As one of the pioneer settlers, he of course bore the vicissitudes od early colonial life and during the troublous times with the natives he joined the militia, and helped protect the hearths and homes of the colonists from the raids of the Maoris.

Mr. Levy was universally esteemed for his numerous excellent qualities; for his probity, philanthropy and urbanity, and the thousand and one deeds of kindness and charity to which testimony is not wanting in abundance. Of him it can be truly said that even his most intimate friend could hardly point to any bad trait in his character or disposition.

All, of his affairs have been left in complete order almost unto the day of his death, and his widow is left comfortably off. Out of respect to his memory the flag over the Corporation offices flew at half-mast today, and sincere expressions of regret at the sad occurrence were heard on every side. The remains will be brought over to Wellington in the SS Waihi for internment, and it is proposed to give the deceased a public funeral’.


In our obituary today, notice is given on the death of Mrs Solomon Levy at her residence in Roxburgh Street Mrs Levy came to this colony with her parents on the ship Birman in the year 1842. With her sister, Mrs Edwin Jackson, she went to the Bay of Islands a short time after their arrival in Port Nicholson, and remained there some time.

After her return to Wellington she was married to the late Solomon Levy, the ceremony being performed by Rev. J. Woodward, Congregational minister. She and her husband then remained at Mount Cook for some years, and afterwards went into business on Lambton Quay. The venture proved a successful one, and the business premises were afterwards disposed of to Hallenstein Bros.

Mr. and Mrs. Levy then retired into private life, taking up their residence finally in Roxburgh Street. Mrs Levy was a member of the Congregational Church, and took an active part in promoting the church’s welfare, and her good work will be greatly missed by the congregation.

At every bazaar or sale-of-work she was a large contributor, and she also assisted in person. Mr Solomon Levy predeceased his wife by seventeen years. There are eight children surviving, five having died. There are also numerous grandchildren and great grandchildren.


Searching the 1841 English Census for Harveys in Newton St Loe / Keynsham, Somerset, we find living in adjacent houses:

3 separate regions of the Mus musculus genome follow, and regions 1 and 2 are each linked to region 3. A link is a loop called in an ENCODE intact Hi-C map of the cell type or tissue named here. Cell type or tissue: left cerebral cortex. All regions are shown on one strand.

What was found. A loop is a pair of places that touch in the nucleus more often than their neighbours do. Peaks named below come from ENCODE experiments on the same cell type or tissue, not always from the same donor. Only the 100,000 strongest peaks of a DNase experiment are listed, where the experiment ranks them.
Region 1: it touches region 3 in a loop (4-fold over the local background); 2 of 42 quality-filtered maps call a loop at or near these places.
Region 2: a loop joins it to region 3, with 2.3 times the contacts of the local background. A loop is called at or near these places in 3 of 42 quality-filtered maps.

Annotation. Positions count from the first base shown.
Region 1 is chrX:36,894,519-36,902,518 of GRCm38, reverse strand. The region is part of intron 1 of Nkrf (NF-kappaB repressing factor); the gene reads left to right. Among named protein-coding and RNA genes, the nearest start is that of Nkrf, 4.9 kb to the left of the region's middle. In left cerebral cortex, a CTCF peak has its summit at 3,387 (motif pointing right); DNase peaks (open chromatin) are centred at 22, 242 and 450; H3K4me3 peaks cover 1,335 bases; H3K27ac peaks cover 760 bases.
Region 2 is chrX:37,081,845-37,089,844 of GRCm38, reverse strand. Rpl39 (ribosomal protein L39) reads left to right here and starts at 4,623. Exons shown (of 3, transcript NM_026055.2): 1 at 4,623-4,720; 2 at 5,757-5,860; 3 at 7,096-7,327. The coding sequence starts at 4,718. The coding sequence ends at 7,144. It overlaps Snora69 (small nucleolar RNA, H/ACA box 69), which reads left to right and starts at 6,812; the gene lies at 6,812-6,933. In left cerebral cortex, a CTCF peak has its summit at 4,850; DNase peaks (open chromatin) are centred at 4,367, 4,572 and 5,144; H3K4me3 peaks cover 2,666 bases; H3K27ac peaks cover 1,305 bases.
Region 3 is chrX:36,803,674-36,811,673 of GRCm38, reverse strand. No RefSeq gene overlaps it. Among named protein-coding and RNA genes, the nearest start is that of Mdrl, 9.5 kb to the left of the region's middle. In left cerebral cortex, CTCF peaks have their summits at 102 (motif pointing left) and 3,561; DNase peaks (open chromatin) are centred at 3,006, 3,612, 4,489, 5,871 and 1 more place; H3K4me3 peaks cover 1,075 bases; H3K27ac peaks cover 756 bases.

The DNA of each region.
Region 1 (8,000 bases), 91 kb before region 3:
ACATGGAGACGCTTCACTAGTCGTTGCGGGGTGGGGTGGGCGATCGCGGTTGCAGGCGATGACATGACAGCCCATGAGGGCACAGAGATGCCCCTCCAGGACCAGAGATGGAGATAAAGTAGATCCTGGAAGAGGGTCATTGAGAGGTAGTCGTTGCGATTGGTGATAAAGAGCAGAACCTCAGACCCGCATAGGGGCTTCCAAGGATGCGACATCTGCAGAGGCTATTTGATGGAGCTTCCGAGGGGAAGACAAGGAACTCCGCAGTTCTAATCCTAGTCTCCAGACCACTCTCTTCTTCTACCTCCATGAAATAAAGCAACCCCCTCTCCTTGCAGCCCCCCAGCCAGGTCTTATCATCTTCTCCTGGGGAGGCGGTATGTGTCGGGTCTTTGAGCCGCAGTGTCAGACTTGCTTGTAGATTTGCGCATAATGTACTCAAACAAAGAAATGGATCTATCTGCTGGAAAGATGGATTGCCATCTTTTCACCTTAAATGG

1. Moses Harvey (40), Bailiff of Coalmine, with his wife Mary (40) and children William (17), Henry (15), Jacob (12), Elizabeth (9), Sarah (7), and James (3)

2. Henry Buck (30), Coalminer, with his wife Elizabeth (35) and their children Eli (7), Leah (6) and Levi (4) plus Elizabeth’s children from her former marriage to Aaron Harvey (died 1832) George (15), Anne (10) and Jane (12).

Not having read Rachel’s book properly, I was surprised to find that Jane had probably had a stepfather.

But web research suggested that this was consistent with notes in the journal of early settler William Workman (descendant of a Leith sailor who had married into a Hutt Valley Maori family):

‘We left Te Kopi to go to the Lower Hutt and I remember running about Wellington with only a shirt on. Where Willis Street now is it was called the Beach Road in those days. The settlers who had come there were George Ames and Mrs. Ames. My mother gave a tui, which could talk well to Mrs. Ames. She kept it for many years. This was the first European woman that I had ever seen. My father used to do sawing at the lower Hutt and I remember talking about old Mr. Geo Buck who was at that time at Taita’.


‘I married an English woman, who landed in 1859 on the beach. She and her mother were carried ashore. Her uncle came and met them. Harry Buck was his name. He was a blacksmith. Mr T McKenzie, the newspaper proprietor married one of the daughters of Mr Buck. The Buck family are still living in Wellington and at the Hutt. Mrs Anelson (?) Palmerston who is my wife's cousin and Mrs Jackson of Petone, now dead, was another.’

All this means of course that there are likely to be numerous Buck and Harvey descendants In New Zealand who share an ancestry with Jane’s mother Elizabeth (who was born around 1805, probably in Devon, given her family name Cooz / Coose / Coase).

And further research provides a clincher to the Buck-Harvey link. A full Buck Family ‘Gedcom’ family tree has been posted on the website ‘Early New Zealand Families’ at: http://www.earlynzfamilies.co.nz/buck/ghtindex.html.

Actually, Rachel confirms all this with a report on some NZ research on the Harveys by Jocelyn Benstead. This includes the observations that Jane’s father had died of cholera in Somerset in 1832, aged 33, and that Jane’s full brother George had stayed in England, at least for several decades.

The NZ Rowe family still have a handsome two-handled pottery cup that has the inscription ‘George Harvey, Bailiff Eastern Colliery 1856’. Easton is also on the Somerset Coalfield and George was clearly following in the footsteps of his uncle Moses.